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HP and PCP: What Do They Mean?

Financing a car is a great way to drive home an awesome vehicle without having to spend all or most of your savings on one big purchase. 😀 But between hire purchase and personal contract purchase, which type of car finance deal would you choose? If you’re not yet sure, we’re here to help! We’ll share with you the key differences between these two car finance arrangements so you’ll be better informed when making your decision. 

What’s Car Financing?

When you get car financing, it means you’re buying a car by borrowing money from a financial institution like a car finance company or bank. To start, you need to pay a deposit and then pay back the amount you owe plus interest through monthly instalments. This is something you need to do in a timely manner throughout the term of your contract. 

How much you need to pay, as well as your options when your contract ends would differ depending on the car finance type you’ve chosen. There are mainly two types – hire purchase (HP) and personal contract purchase (PCP). Let’s dive right in and learn more about these car finance deals!

What is Hire Purchase?

HP is a car finance agreement where you pay for a car in monthly instalments whilst at the same time, you also get to use the car. Instead of paying everything in cash upfront, you only need to pay a deposit, and then pay a fixed amount every month throughout the duration of your agreement with the lender. 

When choosing HP, the total amount of money you’ll borrow for the car purchase will be equally divided into monthly payments. Usually, HP contracts last from three to five years. For a three-year contract term, then you need to make 36 payments in all. Once you’ve reached the end of your contract and have paid off what you owe completely, then you are now the owner of the vehicle. 

Your monthly repayment amount depends on how much you’ve paid for the deposit, the contract term length, the interest rate, and other fees such as the contract fee and purchase fee, for example. You can learn more about the different fees from your contract, so be sure to read it thoroughly and understand all the details. 

Bigger deposits and longer terms would result in more affordable monthly payments. But if you choose a seven-year HP contract for example, then you’ll pay more interest in the long run. You might end up spending more than the actual value of the car in the end.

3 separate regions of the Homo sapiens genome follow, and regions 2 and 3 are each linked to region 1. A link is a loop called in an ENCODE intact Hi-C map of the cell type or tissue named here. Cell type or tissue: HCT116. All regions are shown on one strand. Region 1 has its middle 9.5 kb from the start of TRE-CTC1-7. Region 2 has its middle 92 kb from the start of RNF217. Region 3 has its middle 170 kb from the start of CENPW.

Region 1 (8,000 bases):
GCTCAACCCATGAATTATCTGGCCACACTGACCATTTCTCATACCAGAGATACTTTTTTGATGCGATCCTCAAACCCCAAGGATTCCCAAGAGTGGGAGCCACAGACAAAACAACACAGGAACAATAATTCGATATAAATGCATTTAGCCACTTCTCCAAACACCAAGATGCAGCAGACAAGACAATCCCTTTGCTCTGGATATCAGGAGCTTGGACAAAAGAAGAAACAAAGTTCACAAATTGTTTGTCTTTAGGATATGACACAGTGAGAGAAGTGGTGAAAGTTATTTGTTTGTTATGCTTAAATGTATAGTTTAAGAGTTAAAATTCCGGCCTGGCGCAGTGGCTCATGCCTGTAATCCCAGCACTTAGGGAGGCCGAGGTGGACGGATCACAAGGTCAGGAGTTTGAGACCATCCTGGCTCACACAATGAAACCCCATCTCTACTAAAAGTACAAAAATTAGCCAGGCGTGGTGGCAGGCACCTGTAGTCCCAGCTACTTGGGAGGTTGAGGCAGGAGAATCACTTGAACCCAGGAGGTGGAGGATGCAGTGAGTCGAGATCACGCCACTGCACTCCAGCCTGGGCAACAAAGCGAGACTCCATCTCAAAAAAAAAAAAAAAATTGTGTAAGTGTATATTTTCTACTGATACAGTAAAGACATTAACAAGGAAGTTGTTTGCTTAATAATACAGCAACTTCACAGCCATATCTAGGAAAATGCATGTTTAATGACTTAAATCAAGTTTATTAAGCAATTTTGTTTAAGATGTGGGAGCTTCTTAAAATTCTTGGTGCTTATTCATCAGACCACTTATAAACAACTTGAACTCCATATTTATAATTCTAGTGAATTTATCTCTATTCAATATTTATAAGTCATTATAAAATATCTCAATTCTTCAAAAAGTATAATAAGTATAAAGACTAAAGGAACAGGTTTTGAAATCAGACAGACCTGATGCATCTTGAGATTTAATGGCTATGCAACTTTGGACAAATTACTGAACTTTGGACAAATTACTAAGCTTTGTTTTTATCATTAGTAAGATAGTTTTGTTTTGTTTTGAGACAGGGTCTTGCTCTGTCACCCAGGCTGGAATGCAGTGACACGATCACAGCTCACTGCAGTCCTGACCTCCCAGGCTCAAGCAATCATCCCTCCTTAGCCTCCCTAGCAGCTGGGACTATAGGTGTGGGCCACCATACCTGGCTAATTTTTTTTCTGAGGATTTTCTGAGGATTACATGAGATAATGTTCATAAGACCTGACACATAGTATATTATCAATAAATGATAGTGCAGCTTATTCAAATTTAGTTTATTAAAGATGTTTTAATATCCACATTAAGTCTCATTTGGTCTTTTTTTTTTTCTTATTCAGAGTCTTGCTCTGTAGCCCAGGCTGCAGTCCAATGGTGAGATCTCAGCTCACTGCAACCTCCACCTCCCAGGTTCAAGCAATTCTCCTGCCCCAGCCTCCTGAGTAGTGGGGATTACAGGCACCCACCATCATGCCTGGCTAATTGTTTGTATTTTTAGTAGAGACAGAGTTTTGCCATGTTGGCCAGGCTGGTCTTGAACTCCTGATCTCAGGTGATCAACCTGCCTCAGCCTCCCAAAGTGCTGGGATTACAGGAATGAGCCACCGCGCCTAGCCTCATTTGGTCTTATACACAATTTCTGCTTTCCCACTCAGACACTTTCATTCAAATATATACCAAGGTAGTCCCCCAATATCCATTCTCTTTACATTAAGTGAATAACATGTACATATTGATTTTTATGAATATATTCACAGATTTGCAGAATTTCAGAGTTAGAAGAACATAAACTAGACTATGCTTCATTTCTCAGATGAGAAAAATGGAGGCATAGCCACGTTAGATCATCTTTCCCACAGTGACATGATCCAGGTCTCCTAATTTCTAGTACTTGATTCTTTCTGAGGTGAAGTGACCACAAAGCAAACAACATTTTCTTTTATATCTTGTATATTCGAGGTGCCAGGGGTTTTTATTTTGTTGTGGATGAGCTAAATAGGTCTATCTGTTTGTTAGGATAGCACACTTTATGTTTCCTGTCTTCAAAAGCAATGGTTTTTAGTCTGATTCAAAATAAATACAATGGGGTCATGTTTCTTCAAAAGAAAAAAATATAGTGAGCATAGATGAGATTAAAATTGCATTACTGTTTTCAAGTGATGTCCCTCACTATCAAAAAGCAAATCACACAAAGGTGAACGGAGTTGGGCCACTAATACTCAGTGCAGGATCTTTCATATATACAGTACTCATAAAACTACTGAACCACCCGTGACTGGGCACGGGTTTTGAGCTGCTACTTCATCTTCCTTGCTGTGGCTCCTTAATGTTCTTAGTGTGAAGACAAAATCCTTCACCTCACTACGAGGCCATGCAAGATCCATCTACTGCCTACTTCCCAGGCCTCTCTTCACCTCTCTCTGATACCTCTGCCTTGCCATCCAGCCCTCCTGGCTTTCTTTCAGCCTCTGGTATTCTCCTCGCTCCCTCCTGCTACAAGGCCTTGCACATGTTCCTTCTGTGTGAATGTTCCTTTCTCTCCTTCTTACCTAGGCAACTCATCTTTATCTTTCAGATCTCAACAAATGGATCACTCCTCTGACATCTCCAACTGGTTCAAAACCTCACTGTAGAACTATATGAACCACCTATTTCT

As for the interest, you’ll most likely encounter the term Annual Percentage Rate (APR). This is the charge that includes the interest for the loan and also other changes such as an arrangement fee. When comparing different car finance offers from various lenders, it’s a good idea to know their APRs. 

What is PCP?

PCP is a lot like HP because you’ll also borrow money from a lender so you can buy a car. You would then pay it back in monthly instalments. You would also have to make a deposit at the beginning of your contract. However, the difference is that with PCP, you won’t be paying for the full value of the vehicle in instalments.

What you’ll be paying off is the amount that the lender predicts would be the lost value of the vehicle throughout the time you’re using it. Your deposit is then subtracted from this amount, called the minimum guaranteed future value (MGFV). 

For example, if you get a £30,000 car and the lender predicts that it will only be worth £22,000 after three years, then that means you’ll have to pay £8,000 over the course of your contract in a 36-month instalment arrangement. The MGFV will differ from one car to the next, of course. 

Other factors that can affect the MGFV are the length of your agreement, mileage and age of the car at the end of your contract. If the car already has high mileage and it’s older, then it would be less valuable by the time your contract ends. Consequently, you’d have to pay more every month. 

Another key difference between HP and PCP is how big the percentage of the money you owe is left close to the end of your agreement. With PCP, you’ll usually pay a lower amount for the monthly instalments than HP but at the end of the contract, if you choose to buy the car, you would have to pay a final balloon payment. After that, the car would be under your ownership. 

If you don’t want to make the balloon payment, you also have the choice to return the vehicle. If the car is worth more than the minimum guaranteed future value because you’ve taken good care of it and the car didn’t exceed the mileage limit, then you can use the difference between the final payment and the current market value of the vehicle as a deposit for your next PCP contract. 

Takeaway

When choosing between HP and PCP, it depends a great deal on your preference, needs, and financial situation. If you only need a car for a couple of years and don’t intend to own it, then you can enjoy the lower monthly payments of a PCP car finance deal. However, if you want to own the car by the end of your contract, an HP agreement is the best option for you. 

If you want to know how much you need to budget for your monthly instalments, try using the Carmoola car finance calculator. While these are only estimates and may differ slightly from the actual amount, it’s a good start so you’ll have an idea of the amount you need to set aside when buying a car on finance. 

Find out more about Carmoola and how it works here! If you have any questions, don’t hesitate to get in touch with us! We’d be happy to walk you through what Carmoola has to offer! 👍 🚘

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